The Riggleman campaign was one of the largest recipients from the Republican Jewish Committee Board of Directors and Leadership Committee, with Cockburn’s anti-Israel past a major factor, according to RJC spokesperson Neil Strauss.
On his support for Israel, Riggleman says: “I was in Israel during the bus bombings in 1996. I was Air Force-enlisted, at the age of 26. When I saw the strength of the Jewish people there, when I saw what they were going through, it gave me a new appreciation for some of the challenges in that area. When I went into Air Force intelligence, it was sort of immediate that there was that support for Israel based on my background in military technologies and in foreign policy. For me, it’s a natural fit – to support Israel in just about everything. I believe that they’re so important in that region.”
On the rise in antisemitism in the U.S. and worldwide: “For me, it’s about law enforcement. But it’s also about education. For example, the Anti-Semitism Awareness Act would require the Department of Education to adopt the State Department’s definition of antisemitism in evaluating such incidents on college campuses and at other educational institutions. Anything we can do to stomp that out, we need to do. And that goes for all religious groups. It’s something that’s near and dear to my heart. What I’ve fought for here in the U.S. and what I’ve fought for in other countries…. For example, I came out with an op-ed in response to what happened in Charlottesville, Va., last year. The alt-right is not a big fan of me based on my positions. But any type of activity, whether it’s white supremacy or this sort of white nationalist movement is something that we need to keep an eye on. I believe the alt-right is the scum of the earth.”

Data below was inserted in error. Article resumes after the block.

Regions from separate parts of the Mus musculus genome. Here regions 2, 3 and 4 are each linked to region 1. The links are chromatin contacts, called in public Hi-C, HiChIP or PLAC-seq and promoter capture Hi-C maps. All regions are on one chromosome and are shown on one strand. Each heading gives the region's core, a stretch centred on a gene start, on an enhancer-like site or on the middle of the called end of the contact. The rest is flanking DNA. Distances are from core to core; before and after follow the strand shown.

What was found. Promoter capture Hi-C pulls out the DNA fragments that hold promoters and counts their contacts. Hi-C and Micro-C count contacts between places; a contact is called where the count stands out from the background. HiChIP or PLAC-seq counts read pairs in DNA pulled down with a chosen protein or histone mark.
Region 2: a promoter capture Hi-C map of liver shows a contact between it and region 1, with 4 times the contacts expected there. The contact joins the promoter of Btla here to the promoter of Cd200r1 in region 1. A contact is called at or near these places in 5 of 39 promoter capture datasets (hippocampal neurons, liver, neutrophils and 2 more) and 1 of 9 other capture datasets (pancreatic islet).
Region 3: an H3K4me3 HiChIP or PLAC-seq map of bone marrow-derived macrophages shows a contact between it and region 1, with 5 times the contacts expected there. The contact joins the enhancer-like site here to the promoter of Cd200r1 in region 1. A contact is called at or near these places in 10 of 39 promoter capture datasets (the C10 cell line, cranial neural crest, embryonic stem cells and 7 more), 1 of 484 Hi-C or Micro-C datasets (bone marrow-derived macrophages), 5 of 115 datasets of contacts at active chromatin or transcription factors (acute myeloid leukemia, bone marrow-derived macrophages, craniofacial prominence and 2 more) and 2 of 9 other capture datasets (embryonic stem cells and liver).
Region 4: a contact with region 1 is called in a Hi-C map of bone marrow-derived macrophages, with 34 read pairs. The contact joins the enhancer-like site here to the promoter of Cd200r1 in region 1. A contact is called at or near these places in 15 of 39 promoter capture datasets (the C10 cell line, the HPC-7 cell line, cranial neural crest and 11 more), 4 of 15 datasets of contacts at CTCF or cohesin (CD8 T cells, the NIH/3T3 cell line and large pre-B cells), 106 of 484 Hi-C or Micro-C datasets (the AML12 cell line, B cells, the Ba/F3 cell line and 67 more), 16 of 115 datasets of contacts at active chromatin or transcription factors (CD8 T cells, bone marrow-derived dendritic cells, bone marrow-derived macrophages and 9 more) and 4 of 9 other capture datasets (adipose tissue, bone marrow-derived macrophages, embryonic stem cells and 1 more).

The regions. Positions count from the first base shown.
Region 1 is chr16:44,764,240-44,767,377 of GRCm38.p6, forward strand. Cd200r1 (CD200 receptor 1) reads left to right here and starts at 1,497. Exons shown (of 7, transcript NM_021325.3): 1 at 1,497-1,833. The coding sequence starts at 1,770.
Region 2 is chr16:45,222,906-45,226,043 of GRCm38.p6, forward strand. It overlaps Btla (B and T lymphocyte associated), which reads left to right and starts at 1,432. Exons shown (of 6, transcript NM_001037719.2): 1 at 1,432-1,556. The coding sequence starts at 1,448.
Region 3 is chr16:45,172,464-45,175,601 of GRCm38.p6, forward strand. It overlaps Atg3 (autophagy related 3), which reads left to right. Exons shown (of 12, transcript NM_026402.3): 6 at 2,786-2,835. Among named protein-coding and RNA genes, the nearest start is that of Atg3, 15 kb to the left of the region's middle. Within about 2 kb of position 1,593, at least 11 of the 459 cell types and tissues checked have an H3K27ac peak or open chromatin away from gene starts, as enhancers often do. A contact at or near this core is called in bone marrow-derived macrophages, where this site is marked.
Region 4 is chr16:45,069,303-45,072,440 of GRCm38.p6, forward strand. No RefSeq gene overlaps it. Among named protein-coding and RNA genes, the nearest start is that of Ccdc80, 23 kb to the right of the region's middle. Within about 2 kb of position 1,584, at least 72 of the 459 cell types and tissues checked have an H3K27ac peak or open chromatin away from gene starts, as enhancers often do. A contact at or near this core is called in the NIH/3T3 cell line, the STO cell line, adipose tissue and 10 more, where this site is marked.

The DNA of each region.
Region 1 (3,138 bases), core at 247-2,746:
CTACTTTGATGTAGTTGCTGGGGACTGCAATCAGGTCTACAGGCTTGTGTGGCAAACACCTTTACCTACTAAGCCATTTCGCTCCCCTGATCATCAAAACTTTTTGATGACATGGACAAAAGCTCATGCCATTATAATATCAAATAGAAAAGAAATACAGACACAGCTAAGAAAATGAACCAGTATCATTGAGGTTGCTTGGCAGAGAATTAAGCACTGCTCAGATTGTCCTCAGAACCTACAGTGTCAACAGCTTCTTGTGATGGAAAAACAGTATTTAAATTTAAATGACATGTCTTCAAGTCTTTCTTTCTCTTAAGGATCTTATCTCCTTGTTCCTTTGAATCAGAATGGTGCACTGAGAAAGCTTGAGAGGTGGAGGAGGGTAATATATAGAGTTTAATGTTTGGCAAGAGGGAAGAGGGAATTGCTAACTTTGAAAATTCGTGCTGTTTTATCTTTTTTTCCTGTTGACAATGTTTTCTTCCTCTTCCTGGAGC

A new face on the ‘hill’ brings with her decades of experience working with Israel
(JNS) Newly elected to serve Florida’s 27th congressional district, Donna Shalala is no stranger to politics or the relationship between the United States and Israel. She served as Secretary of Health and Human Services under President Bill Clinton, where she traveled to Israel and helped researchers there obtain grants from the National Institutes of Health, in addition to assisting with other initiatives inside the Jewish state.